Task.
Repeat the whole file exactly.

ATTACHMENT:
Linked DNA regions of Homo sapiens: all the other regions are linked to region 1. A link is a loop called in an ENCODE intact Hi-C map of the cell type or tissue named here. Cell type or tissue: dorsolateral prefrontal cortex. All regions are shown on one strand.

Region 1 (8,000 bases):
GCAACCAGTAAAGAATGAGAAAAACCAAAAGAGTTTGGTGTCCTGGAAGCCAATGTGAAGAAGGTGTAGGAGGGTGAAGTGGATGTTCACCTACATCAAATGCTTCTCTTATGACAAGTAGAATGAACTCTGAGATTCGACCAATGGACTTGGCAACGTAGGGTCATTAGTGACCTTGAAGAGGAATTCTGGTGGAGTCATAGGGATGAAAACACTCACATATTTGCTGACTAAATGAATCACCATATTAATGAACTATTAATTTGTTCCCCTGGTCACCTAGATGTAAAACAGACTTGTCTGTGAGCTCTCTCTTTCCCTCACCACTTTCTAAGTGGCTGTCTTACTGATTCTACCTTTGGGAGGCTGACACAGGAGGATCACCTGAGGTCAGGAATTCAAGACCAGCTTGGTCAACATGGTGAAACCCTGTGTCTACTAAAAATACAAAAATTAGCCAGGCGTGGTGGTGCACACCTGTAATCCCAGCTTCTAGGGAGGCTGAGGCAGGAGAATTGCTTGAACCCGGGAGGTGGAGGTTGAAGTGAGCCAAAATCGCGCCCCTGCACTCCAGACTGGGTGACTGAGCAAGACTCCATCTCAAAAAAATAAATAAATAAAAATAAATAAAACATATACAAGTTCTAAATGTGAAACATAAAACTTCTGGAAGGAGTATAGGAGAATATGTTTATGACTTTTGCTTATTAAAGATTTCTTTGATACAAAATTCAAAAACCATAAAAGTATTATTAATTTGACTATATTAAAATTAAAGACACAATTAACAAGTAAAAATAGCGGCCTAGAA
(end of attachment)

Linked DNA regions of Homo sapiens: all the other regions are linked to region 1. A link is a loop called in an ENCODE intact Hi-C map of the cell type or tissue named here. Cell type or tissue: dorsolateral prefrontal cortex. All regions are shown on one strand.

Region 1 (8,000 bases):
GCAACCAGTAAAGAATGAGAAAAACCAAAAGAGTTTGGTGTCCTGGAAGCCAATGTGAAGAAGGTGTAGGAGGGTGAAGTGGATGTTCACCTACATCAAATGCTTCTCTTATGACAAGTAGAATGAACTCTGAGATTCGACCAATGGACTTGGCAACGTAGGGTCATTAGTGACCTTGAAGAGGAATTCTGGTGGAGTCATAGGGATGAAAACACTCACATATTTGCTGACTAAATGAATCACCATATTAATGAACTATTAATTTGTTCCCCTGGTCACCTAGATGTAAAACAGACTTGTCTGTGAGCTCTCTCTTTCCCTCACCACTTTCTAAGTGGCTGTCTTACTGATTCTACCTTTGGGAGGCTGACACAGGAGGATCACCTGAGGTCAGGAATTCAAGACCAGCTTGGTCAACATGGTGAAACCCTGTGTCTACTAAAAATACAAAAATTAGCCAGGCGTGGTGGTGCACACCTGTAATCCCAGCTTCTAGGGAGGCTGAGGCAGGAGAATTGCTTGAACCCGGGAGGTGGAGGTTGAAGTGAGCCAAAATCGCGCCCCTGCACTCCAGACTGGGTGACTGAGCAAGACTCCATCTCAAAAAAATAAATAAATAAAAATAAATAAAACATATACAAGTTCTAAATGTGAAACATAAAACTTCTGGAAGGAGTATAGGAGAATATGTTTATGACTTTTGCTTATTAAAGATTTCTTTGATACAAAATTCAAAAACCATAAAAGTATTATTAATTTGACTATATTAAAATTAAAGACACAATTAACAAGTAAAAATAGCGGCCTAGAA